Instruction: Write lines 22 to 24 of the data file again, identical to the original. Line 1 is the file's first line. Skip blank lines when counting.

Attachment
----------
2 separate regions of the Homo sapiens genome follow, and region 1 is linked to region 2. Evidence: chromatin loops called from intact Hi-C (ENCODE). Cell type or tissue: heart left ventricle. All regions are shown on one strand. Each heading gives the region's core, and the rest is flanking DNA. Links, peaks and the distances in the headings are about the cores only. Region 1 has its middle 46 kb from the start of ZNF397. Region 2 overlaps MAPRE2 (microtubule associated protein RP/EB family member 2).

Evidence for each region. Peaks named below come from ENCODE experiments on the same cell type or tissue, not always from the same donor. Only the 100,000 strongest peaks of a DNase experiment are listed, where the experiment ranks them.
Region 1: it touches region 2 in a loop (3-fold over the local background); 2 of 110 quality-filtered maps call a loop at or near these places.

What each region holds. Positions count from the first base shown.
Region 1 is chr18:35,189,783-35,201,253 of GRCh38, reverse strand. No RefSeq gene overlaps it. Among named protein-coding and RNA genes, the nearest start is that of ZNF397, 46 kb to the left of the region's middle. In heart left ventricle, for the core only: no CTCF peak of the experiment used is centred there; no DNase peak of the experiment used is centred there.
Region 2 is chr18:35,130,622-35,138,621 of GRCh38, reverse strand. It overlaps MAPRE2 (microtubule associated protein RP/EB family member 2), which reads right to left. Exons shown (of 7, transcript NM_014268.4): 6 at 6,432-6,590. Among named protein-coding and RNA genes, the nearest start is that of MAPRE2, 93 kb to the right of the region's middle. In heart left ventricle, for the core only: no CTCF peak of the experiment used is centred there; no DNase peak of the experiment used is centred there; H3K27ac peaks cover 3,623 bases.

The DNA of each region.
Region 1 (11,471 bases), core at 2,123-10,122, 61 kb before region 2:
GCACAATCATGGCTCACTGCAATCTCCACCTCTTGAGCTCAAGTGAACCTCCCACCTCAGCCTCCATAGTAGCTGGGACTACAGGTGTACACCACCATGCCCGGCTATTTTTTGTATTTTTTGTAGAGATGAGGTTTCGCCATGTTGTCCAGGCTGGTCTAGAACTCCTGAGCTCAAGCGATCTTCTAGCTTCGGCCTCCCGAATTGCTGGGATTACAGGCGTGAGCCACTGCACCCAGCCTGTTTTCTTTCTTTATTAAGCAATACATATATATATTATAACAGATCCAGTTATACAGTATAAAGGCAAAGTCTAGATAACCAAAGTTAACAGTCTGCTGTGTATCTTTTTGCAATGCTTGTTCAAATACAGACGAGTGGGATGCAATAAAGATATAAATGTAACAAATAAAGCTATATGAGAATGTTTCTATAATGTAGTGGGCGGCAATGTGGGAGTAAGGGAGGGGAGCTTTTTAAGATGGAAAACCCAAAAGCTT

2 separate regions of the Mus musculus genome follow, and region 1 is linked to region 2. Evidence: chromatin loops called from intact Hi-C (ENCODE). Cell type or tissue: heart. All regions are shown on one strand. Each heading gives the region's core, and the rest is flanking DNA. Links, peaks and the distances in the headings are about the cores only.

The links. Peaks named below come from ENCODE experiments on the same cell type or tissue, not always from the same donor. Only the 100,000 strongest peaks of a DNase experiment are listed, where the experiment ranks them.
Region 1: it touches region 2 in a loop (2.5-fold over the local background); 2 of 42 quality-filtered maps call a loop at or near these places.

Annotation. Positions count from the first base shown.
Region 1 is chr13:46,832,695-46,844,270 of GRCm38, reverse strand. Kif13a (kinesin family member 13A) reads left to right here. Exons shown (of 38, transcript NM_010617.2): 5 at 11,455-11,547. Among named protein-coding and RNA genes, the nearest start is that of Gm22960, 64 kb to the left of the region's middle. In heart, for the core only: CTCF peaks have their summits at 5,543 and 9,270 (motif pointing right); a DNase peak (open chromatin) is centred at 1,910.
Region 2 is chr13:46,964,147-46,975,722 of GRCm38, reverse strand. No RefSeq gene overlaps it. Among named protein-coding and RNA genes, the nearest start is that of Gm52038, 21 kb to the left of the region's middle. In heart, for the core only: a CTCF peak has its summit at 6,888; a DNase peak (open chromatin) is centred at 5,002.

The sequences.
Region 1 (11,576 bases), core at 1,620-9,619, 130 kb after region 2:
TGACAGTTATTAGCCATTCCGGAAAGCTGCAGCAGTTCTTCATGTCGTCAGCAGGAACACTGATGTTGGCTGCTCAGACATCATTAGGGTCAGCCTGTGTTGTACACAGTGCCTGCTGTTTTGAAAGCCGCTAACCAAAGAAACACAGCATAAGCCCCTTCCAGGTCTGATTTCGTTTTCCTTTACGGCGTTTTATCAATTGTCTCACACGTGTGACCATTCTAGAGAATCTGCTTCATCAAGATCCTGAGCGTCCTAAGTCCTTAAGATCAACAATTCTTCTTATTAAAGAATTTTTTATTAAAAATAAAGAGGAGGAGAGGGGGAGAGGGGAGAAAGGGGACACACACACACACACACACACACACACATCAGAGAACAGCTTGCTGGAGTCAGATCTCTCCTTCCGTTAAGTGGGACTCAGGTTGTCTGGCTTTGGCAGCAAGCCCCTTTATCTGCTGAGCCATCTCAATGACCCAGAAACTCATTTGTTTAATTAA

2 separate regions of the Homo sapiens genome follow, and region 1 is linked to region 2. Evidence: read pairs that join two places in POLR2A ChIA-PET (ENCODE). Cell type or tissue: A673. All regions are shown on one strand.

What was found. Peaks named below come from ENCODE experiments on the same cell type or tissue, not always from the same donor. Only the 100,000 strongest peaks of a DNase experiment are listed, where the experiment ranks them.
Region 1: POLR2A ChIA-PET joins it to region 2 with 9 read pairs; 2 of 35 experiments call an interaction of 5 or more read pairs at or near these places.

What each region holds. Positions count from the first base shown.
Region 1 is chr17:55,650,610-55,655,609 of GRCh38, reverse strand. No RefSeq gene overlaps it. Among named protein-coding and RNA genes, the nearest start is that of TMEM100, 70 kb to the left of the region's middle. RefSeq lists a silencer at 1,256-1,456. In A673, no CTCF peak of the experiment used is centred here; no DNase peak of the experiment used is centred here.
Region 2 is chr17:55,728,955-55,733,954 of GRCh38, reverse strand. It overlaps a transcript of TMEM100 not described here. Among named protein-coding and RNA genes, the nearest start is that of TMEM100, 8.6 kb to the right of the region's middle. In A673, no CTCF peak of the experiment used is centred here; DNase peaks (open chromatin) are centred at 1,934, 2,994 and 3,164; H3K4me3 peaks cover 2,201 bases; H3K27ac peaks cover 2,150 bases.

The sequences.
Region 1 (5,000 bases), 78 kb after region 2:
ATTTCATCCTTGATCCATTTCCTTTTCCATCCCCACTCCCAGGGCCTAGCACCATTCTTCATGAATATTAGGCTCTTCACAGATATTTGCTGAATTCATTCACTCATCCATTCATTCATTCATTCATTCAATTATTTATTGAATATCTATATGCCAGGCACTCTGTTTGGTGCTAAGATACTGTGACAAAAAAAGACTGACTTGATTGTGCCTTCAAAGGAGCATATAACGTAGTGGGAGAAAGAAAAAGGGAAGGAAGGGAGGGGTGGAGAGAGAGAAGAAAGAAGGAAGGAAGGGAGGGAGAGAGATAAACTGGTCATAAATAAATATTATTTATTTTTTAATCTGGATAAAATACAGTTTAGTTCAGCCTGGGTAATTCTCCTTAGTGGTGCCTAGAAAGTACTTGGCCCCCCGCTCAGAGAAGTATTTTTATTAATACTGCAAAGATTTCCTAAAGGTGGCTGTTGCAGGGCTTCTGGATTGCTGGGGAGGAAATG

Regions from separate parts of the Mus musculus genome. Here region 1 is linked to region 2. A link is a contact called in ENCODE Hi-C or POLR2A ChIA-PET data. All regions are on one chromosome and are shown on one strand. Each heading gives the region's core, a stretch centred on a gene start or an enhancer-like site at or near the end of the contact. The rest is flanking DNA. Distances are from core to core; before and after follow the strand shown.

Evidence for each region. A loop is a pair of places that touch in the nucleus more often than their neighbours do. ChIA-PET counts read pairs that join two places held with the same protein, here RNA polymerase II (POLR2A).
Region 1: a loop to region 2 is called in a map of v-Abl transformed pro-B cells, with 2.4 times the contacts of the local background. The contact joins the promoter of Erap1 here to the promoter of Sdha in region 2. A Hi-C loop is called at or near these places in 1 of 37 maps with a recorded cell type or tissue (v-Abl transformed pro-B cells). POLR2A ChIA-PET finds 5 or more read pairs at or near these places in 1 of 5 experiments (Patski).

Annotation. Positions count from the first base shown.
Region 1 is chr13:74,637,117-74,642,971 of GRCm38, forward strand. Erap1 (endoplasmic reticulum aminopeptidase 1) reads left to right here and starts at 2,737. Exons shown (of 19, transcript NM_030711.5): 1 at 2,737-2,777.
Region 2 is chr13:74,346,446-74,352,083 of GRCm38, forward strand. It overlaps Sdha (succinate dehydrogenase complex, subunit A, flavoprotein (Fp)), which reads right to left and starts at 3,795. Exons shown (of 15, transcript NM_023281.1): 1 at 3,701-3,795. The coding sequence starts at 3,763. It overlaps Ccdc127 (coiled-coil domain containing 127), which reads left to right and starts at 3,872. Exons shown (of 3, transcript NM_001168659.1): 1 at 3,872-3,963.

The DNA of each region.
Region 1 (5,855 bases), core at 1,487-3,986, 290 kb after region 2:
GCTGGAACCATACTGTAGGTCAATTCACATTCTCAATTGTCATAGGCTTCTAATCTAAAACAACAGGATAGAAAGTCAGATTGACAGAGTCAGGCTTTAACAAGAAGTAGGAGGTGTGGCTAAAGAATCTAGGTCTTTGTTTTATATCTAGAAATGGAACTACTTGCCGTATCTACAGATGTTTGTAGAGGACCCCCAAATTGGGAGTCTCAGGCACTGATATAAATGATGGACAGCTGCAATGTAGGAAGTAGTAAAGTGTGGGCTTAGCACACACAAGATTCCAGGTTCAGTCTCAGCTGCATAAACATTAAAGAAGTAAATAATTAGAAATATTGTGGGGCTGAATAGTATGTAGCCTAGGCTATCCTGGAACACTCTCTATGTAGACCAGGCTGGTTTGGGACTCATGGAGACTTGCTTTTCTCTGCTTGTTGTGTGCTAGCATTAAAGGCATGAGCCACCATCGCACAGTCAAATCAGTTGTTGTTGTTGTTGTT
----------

What each region holds. Positions count from the first base shown.
Region 1 is chr17:55,650,610-55,655,609 of GRCh38, reverse strand. No RefSeq gene overlaps it. Among named protein-coding and RNA genes, the nearest start is that of TMEM100, 70 kb to the left of the region's middle. RefSeq lists a silencer at 1,256-1,456. In A673, no CTCF peak of the experiment used is centred here; no DNase peak of the experiment used is centred here.
Region 2 is chr17:55,728,955-55,733,954 of GRCh38, reverse strand. It overlaps a transcript of TMEM100 not described here. Among named protein-coding and RNA genes, the nearest start is that of TMEM100, 8.6 kb to the right of the region's middle. In A673, no CTCF peak of the experiment used is centred here; DNase peaks (open chromatin) are centred at 1,934, 2,994 and 3,164; H3K4me3 peaks cover 2,201 bases; H3K27ac peaks cover 2,150 bases.